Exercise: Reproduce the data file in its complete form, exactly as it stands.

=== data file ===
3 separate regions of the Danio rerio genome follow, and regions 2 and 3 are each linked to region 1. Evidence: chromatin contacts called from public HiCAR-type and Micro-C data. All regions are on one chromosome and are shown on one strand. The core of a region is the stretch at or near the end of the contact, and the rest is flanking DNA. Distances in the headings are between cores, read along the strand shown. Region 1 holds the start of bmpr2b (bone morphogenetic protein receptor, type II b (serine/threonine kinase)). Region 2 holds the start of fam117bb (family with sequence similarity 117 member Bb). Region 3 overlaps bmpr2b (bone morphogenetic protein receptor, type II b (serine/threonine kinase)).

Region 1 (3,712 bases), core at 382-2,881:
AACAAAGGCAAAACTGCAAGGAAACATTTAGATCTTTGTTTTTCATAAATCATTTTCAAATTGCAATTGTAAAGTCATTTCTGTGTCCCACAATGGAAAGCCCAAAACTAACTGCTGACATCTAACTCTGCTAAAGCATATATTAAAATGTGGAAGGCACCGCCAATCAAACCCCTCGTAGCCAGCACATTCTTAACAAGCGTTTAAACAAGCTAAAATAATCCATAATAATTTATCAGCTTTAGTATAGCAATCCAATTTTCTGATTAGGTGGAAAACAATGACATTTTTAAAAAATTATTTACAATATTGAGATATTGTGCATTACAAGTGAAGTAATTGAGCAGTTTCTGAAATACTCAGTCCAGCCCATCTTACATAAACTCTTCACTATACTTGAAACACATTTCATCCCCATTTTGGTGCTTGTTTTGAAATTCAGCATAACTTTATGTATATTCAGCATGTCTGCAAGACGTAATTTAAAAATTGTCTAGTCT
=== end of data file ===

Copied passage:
3 separate regions of the Danio rerio genome follow, and regions 2 and 3 are each linked to region 1. Evidence: chromatin contacts called from public HiCAR-type and Micro-C data. All regions are on one chromosome and are shown on one strand. The core of a region is the stretch at or near the end of the contact, and the rest is flanking DNA. Distances in the headings are between cores, read along the strand shown. Region 1 holds the start of bmpr2b (bone morphogenetic protein receptor, type II b (serine/threonine kinase)). Region 2 holds the start of fam117bb (family with sequence similarity 117 member Bb). Region 3 overlaps bmpr2b (bone morphogenetic protein receptor, type II b (serine/threonine kinase)).

Region 1 (3,712 bases), core at 382-2,881:
AACAAAGGCAAAACTGCAAGGAAACATTTAGATCTTTGTTTTTCATAAATCATTTTCAAATTGCAATTGTAAAGTCATTTCTGTGTCCCACAATGGAAAGCCCAAAACTAACTGCTGACATCTAACTCTGCTAAAGCATATATTAAAATGTGGAAGGCACCGCCAATCAAACCCCTCGTAGCCAGCACATTCTTAACAAGCGTTTAAACAAGCTAAAATAATCCATAATAATTTATCAGCTTTAGTATAGCAATCCAATTTTCTGATTAGGTGGAAAACAATGACATTTTTAAAAAATTATTTACAATATTGAGATATTGTGCATTACAAGTGAAGTAATTGAGCAGTTTCTGAAATACTCAGTCCAGCCCATCTTACATAAACTCTTCACTATACTTGAAACACATTTCATCCCCATTTTGGTGCTTGTTTTGAAATTCAGCATAACTTTATGTATATTCAGCATGTCTGCAAGACGTAATTTAAAAATTGTCTAGTCT